November exports to Japan trailed the previous year by 3% at 32,594 metric tons, while value was down 1% to $136.5 million. Through the first 11 months of the year, exports to Japan were down 6% from a year ago in volume (340,568 metric tons) and 7% lower in value ($1.4 billion). Japanese import data show imports of U.S. pork decreased by $121 million with much of the decline being in ground seasoned pork, which fell by $73 million due to the wide tariff rate discrepancy. Beginning Jan. 1, Japan’s tariff rates on U.S. pork and pork products were lowered to match those imposed on European, Canadian and Mexican pork, eliminating a significant price disadvantage that slowed U.S. exports in 2019. The rate for U.S. ground seasoned pork fell from 20 to 13.3%.
Beef exports to Korea, Taiwan headed for new records
Although November beef exports to South Korea were lower than a year ago in volume (19,116 metric tons, down 5%) and value ($139 million, down 11%), the market remained on pace to break the 2018 records. Through November, exports to Korea were up 6% in both volume (234,310 metric tons) and value ($1.69 billion). U.S. share of Korea’s chilled beef imports reached 62%, up from 58% in 2018. U.S. beef accounted for 51% of Korea’s total beef and beef variety meat imports and more than one-third of Korea’s total beef consumption.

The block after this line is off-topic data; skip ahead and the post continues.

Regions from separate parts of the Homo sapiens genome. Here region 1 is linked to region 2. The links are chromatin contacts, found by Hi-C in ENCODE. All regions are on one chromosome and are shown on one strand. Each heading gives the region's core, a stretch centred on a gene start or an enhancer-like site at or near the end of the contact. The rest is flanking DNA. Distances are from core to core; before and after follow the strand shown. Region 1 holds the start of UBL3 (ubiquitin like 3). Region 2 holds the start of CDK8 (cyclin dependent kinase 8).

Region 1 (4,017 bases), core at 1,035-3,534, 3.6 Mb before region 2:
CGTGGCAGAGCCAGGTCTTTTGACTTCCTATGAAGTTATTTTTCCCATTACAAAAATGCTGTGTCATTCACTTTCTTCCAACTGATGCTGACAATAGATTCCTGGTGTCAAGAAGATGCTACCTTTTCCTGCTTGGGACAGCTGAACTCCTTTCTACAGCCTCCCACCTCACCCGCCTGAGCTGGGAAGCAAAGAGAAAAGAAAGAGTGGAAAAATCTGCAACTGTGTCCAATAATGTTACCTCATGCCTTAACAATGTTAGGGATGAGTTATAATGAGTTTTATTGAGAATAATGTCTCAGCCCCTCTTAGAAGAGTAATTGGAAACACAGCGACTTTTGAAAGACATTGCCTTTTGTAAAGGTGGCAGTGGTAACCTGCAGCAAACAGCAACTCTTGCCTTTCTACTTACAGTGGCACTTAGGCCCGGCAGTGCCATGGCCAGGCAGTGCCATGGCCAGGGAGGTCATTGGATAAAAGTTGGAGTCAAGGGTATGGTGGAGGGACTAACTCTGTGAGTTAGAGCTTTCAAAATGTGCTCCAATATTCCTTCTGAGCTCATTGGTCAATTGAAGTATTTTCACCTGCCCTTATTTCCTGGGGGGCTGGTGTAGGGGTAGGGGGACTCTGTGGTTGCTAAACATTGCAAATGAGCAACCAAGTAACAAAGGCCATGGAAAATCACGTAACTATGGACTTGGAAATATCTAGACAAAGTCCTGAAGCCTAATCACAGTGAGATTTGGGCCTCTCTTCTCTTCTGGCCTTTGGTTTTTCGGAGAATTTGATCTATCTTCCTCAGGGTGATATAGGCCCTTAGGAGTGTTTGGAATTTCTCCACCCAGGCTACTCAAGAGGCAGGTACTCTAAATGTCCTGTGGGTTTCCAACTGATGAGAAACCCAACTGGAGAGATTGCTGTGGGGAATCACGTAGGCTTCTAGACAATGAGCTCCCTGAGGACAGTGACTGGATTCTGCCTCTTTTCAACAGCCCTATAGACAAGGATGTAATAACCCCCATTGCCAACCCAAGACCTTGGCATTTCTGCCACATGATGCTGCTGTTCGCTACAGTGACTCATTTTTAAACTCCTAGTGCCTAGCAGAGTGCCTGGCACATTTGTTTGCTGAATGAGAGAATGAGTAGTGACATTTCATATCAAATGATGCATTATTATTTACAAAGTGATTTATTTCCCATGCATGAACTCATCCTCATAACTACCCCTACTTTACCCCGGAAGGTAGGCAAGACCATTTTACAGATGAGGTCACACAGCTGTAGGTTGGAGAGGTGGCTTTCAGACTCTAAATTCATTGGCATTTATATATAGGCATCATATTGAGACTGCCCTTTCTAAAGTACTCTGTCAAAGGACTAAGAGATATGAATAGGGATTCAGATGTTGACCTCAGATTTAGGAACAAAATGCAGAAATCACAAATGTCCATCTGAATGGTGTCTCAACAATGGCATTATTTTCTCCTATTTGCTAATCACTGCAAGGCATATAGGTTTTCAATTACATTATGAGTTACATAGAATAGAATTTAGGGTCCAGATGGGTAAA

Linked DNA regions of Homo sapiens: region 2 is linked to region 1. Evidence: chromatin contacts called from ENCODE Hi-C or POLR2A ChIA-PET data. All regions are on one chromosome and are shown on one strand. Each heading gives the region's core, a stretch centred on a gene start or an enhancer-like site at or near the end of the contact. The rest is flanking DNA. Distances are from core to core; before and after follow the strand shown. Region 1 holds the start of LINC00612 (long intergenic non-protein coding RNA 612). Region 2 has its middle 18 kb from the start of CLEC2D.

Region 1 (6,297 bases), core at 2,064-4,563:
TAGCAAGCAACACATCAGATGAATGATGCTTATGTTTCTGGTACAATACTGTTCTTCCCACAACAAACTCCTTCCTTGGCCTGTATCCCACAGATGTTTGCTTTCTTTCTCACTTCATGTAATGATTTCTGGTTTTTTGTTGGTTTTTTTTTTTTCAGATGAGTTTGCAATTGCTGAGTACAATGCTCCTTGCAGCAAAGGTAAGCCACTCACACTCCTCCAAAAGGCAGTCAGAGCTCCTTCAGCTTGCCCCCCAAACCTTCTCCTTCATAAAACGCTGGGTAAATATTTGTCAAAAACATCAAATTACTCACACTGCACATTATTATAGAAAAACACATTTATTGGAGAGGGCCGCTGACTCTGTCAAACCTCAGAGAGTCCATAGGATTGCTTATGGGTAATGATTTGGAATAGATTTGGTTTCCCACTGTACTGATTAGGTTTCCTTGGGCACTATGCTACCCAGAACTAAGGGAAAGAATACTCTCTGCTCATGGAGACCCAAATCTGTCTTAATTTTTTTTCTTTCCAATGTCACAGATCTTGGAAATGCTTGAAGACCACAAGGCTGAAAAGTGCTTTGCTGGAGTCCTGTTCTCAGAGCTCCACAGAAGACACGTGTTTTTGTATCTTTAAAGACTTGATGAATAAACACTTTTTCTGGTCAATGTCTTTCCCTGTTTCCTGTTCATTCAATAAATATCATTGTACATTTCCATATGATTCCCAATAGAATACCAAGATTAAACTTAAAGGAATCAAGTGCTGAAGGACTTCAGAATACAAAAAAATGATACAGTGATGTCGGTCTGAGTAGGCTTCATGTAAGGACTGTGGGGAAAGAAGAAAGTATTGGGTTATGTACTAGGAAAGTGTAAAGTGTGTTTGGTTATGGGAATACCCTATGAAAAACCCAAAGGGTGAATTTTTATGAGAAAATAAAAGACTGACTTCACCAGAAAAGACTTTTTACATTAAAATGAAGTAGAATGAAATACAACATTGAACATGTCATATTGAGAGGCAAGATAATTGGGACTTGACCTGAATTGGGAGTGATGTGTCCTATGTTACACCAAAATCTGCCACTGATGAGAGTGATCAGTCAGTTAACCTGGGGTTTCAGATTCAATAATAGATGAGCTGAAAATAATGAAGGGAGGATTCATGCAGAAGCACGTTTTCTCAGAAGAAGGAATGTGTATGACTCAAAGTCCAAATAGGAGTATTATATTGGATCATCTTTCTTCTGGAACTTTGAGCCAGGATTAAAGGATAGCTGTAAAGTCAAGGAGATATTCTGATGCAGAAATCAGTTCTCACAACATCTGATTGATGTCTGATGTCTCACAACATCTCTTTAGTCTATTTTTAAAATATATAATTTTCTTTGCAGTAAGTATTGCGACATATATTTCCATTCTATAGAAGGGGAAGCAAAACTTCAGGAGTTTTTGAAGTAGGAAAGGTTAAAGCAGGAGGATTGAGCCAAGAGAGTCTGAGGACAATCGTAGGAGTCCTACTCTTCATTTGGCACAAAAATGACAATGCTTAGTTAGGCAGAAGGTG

Beef exports to Taiwan will be record-large for the fourth consecutive year in 2019. November exports were 4,869 metric tons (up 8% from a year ago) valued at $43 million (up 7%). This pushed January-November results 8% ahead of the previous year’s pace at 57,837 metric tons, valued at $513.3 million (up 4%).
The gains in Korea and Taiwan have been offset by a decline in Japan, which is still the largest destination for U.S. beef exports but one in which the U.S. industry has faced a steep tariff rate disadvantage compared to imports from Australia, New Zealand, Canada and Mexico. Through November, exports to Japan were down 6% from a year ago in volume (287,090 metric tons) and dropped 7% in value ($1.8 billion). But on Jan. 1, U.S. beef gained tariff relief in Japan that brings rates in line with key competitors, so the outlook is very positive for 2020.
“The Japanese market performed extremely well for U.S. beef in 2018, even though we were already facing a tariff rate disadvantage versus Australia,” Halstrom explained. “More competitors saw tariff rate cuts in 2019 under the Comprehensive and Progressive Agreement for Trans-Pacific Partnership (CPTPP), which further tilted the playing field against U.S. beef. For example, Canada’s beef exports to Japan increased 57% last year. So the rate cuts Japan recently implemented for U.S. beef are long overdue, and USMEF is working aggressively with U.S. exporters and the Japanese trade to capitalize.”
November lamb exports trend lower
November exports of U.S. lamb were 1,253 metric tons, down 10% from a year ago, while value also dipped 10% to $2.19 million. Through the first 11 months of 2019, lamb exports remained well ahead of the previous year’s pace in volume (14,507 metric tons, up 23%) and value ($23.7 million, up 11%). Led by strong demand in Mexico, lamb export volume is the largest since 2011 and export value is set to exceed $25 million for the first time since 2014. In addition to Mexico, growth markets in 2019 included Trinidad and Tobago, Panama, Guatemala and the Philippines.